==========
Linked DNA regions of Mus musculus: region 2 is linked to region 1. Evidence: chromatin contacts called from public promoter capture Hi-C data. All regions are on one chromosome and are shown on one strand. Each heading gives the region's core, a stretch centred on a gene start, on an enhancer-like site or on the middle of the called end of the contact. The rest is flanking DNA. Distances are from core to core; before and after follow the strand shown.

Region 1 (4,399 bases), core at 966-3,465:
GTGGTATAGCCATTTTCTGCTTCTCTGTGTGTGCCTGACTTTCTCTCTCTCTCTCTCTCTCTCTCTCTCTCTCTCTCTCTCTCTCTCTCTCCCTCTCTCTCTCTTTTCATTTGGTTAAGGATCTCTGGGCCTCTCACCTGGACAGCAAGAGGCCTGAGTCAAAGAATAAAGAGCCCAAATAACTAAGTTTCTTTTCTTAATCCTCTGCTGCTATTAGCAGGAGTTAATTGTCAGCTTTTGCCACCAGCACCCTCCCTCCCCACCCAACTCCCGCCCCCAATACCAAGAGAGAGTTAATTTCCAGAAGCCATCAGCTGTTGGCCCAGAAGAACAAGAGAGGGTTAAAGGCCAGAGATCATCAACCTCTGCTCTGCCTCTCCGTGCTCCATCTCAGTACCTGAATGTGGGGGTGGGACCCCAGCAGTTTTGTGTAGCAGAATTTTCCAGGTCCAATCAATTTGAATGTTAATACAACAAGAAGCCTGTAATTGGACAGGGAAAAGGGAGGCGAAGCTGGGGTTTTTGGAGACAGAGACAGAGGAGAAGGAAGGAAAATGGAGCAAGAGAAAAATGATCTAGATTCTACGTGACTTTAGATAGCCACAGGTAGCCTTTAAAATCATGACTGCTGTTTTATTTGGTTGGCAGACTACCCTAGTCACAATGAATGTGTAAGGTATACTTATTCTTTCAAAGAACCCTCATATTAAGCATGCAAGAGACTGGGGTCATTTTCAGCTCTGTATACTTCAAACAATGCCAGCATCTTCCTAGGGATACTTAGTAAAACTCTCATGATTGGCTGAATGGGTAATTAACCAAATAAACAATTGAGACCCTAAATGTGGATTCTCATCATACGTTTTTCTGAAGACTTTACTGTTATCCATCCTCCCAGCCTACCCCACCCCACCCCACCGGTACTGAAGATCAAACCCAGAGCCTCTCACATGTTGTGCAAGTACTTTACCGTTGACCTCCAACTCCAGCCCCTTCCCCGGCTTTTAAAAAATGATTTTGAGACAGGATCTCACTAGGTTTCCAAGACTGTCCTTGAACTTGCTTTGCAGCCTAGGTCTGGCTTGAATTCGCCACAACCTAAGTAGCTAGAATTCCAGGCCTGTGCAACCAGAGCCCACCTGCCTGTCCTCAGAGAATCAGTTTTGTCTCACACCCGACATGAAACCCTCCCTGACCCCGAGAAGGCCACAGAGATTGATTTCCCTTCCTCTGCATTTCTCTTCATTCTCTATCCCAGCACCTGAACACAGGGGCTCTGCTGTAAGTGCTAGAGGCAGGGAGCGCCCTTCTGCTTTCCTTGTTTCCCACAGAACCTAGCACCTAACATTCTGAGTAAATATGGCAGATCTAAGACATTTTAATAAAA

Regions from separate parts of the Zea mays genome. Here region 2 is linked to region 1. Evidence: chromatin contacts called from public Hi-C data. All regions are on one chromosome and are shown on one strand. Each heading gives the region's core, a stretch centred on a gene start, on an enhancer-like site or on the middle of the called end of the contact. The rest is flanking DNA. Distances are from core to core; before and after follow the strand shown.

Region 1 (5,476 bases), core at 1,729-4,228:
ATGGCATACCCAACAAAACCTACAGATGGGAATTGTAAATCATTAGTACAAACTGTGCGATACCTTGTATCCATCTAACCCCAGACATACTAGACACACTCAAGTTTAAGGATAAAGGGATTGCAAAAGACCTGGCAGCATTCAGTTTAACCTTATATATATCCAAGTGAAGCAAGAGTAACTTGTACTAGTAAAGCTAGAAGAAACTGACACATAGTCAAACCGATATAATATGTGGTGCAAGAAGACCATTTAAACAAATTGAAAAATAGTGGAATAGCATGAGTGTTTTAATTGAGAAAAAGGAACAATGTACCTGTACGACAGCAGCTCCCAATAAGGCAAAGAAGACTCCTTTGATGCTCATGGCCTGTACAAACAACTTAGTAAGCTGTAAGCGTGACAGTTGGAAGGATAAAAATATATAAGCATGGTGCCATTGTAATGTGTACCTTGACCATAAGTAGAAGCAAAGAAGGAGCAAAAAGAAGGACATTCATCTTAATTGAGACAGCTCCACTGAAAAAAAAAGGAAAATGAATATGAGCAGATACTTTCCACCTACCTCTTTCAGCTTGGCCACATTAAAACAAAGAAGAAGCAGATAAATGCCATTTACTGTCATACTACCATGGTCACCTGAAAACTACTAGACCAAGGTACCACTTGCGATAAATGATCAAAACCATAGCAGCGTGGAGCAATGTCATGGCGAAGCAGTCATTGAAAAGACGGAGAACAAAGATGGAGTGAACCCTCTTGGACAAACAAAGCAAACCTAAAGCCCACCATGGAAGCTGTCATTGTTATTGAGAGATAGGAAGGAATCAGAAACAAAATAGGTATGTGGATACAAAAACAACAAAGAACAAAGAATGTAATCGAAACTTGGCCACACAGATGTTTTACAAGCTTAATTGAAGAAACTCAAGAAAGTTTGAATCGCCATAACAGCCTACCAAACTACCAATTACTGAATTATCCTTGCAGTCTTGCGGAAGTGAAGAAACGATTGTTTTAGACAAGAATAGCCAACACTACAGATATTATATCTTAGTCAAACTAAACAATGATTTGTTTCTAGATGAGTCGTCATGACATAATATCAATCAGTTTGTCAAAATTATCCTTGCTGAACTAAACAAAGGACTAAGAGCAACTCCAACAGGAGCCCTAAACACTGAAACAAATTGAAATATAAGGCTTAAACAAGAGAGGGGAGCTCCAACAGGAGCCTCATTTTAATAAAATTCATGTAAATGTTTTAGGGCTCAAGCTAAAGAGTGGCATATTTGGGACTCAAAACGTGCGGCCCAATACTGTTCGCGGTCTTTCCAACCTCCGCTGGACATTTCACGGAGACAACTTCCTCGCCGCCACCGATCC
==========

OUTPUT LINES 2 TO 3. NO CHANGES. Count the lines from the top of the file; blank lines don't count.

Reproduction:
Region 1 (4,399 bases), core at 966-3,465:
GTGGTATAGCCATTTTCTGCTTCTCTGTGTGTGCCTGACTTTCTCTCTCTCTCTCTCTCTCTCTCTCTCTCTCTCTCTCTCTCTCTCTCTCCCTCTCTCTCTCTTTTCATTTGGTTAAGGATCTCTGGGCCTCTCACCTGGACAGCAAGAGGCCTGAGTCAAAGAATAAAGAGCCCAAATAACTAAGTTTCTTTTCTTAATCCTCTGCTGCTATTAGCAGGAGTTAATTGTCAGCTTTTGCCACCAGCACCCTCCCTCCCCACCCAACTCCCGCCCCCAATACCAAGAGAGAGTTAATTTCCAGAAGCCATCAGCTGTTGGCCCAGAAGAACAAGAGAGGGTTAAAGGCCAGAGATCATCAACCTCTGCTCTGCCTCTCCGTGCTCCATCTCAGTACCTGAATGTGGGGGTGGGACCCCAGCAGTTTTGTGTAGCAGAATTTTCCAGGTCCAATCAATTTGAATGTTAATACAACAAGAAGCCTGTAATTGGACAGGGAAAAGGGAGGCGAAGCTGGGGTTTTTGGAGACAGAGACAGAGGAGAAGGAAGGAAAATGGAGCAAGAGAAAAATGATCTAGATTCTACGTGACTTTAGATAGCCACAGGTAGCCTTTAAAATCATGACTGCTGTTTTATTTGGTTGGCAGACTACCCTAGTCACAATGAATGTGTAAGGTATACTTATTCTTTCAAAGAACCCTCATATTAAGCATGCAAGAGACTGGGGTCATTTTCAGCTCTGTATACTTCAAACAATGCCAGCATCTTCCTAGGGATACTTAGTAAAACTCTCATGATTGGCTGAATGGGTAATTAACCAAATAAACAATTGAGACCCTAAATGTGGATTCTCATCATACGTTTTTCTGAAGACTTTACTGTTATCCATCCTCCCAGCCTACCCCACCCCACCCCACCGGTACTGAAGATCAAACCCAGAGCCTCTCACATGTTGTGCAAGTACTTTACCGTTGACCTCCAACTCCAGCCCCTTCCCCGGCTTTTAAAAAATGATTTTGAGACAGGATCTCACTAGGTTTCCAAGACTGTCCTTGAACTTGCTTTGCAGCCTAGGTCTGGCTTGAATTCGCCACAACCTAAGTAGCTAGAATTCCAGGCCTGTGCAACCAGAGCCCACCTGCCTGTCCTCAGAGAATCAGTTTTGTCTCACACCCGACATGAAACCCTCCCTGACCCCGAGAAGGCCACAGAGATTGATTTCCCTTCCTCTGCATTTCTCTTCATTCTCTATCCCAGCACCTGAACACAGGGGCTCTGCTGTAAGTGCTAGAGGCAGGGAGCGCCCTTCTGCTTTCCTTGTTTCCCACAGAACCTAGCACCTAACATTCTGAGTAAATATGGCAGATCTAAGACATTTTAATAAAA